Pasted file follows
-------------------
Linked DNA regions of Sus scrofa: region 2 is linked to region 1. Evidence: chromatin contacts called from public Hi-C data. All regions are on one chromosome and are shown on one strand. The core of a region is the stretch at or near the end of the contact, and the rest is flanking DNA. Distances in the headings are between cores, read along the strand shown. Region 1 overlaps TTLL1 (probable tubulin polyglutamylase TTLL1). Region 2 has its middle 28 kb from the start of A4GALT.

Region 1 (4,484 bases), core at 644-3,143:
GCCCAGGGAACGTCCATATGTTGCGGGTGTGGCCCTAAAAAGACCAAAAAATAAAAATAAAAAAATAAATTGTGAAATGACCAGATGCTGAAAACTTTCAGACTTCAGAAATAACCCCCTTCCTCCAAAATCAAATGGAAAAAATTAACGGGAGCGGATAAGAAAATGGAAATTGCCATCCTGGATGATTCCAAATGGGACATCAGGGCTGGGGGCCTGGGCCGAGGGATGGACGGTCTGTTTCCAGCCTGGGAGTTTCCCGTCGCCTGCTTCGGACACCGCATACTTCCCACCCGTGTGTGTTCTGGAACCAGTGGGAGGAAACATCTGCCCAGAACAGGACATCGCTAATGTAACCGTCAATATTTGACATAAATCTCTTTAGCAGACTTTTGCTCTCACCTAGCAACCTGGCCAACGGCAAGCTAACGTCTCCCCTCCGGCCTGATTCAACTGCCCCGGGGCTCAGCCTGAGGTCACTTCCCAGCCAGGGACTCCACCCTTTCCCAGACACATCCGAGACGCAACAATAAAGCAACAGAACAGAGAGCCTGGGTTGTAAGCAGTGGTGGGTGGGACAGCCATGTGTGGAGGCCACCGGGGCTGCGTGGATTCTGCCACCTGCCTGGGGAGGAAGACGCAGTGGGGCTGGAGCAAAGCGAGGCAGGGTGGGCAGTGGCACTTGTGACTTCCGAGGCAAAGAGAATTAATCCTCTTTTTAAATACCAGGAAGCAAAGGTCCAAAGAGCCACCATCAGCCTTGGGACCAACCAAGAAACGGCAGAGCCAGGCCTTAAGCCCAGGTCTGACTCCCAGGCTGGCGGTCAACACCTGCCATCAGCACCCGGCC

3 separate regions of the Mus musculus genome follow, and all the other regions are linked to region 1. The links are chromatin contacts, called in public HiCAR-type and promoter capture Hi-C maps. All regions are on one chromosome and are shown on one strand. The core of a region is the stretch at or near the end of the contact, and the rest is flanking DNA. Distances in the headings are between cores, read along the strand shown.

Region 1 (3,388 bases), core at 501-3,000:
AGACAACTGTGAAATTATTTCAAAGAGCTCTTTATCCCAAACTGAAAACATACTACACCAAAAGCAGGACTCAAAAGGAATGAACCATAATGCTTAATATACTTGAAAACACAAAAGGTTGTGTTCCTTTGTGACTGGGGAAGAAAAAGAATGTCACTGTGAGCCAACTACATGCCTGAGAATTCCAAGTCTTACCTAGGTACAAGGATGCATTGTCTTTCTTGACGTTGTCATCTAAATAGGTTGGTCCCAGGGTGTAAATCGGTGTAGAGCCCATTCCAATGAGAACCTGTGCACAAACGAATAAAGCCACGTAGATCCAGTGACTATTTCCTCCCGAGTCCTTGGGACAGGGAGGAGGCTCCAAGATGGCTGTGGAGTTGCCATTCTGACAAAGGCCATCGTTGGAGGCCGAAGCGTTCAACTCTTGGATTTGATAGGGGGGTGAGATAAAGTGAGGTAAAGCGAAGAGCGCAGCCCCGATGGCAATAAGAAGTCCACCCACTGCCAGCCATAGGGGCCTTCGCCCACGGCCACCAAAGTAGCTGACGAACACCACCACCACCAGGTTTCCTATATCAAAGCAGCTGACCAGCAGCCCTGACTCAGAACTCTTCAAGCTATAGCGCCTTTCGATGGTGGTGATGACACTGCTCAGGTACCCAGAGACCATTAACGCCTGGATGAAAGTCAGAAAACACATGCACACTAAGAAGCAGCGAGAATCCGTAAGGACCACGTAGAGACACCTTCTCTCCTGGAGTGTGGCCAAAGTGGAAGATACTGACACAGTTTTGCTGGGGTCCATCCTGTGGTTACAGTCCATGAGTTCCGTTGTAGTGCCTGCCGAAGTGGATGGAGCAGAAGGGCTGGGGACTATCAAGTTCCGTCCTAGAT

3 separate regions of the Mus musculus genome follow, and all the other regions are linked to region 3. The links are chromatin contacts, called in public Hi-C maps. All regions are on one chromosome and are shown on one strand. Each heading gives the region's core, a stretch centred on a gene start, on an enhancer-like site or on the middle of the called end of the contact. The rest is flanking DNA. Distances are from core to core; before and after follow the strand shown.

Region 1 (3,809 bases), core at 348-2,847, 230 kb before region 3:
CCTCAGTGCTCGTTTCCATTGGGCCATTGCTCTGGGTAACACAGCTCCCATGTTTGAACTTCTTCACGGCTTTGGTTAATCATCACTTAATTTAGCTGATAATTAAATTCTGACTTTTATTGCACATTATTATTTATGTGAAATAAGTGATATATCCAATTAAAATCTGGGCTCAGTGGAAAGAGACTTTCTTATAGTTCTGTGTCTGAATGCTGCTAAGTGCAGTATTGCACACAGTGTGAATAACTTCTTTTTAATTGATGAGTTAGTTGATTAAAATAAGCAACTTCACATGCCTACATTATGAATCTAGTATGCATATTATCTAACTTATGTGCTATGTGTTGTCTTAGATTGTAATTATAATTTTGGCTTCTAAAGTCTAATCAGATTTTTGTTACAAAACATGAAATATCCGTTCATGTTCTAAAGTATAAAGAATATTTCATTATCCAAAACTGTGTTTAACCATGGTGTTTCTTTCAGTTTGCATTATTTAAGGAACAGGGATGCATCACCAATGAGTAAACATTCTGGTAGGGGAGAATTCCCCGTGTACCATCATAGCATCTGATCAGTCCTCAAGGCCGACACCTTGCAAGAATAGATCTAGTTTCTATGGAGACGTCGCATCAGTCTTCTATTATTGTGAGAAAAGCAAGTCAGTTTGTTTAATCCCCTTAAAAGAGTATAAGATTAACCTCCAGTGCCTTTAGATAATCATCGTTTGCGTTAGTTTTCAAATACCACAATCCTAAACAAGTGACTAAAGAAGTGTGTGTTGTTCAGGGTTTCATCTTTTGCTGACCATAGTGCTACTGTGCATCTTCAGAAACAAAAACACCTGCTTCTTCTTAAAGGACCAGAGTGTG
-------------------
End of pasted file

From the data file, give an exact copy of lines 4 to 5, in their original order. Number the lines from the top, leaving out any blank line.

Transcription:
3 separate regions of the Mus musculus genome follow, and all the other regions are linked to region 1. The links are chromatin contacts, called in public HiCAR-type and promoter capture Hi-C maps. All regions are on one chromosome and are shown on one strand. The core of a region is the stretch at or near the end of the contact, and the rest is flanking DNA. Distances in the headings are between cores, read along the strand shown.

Region 1 (3,388 bases), core at 501-3,000: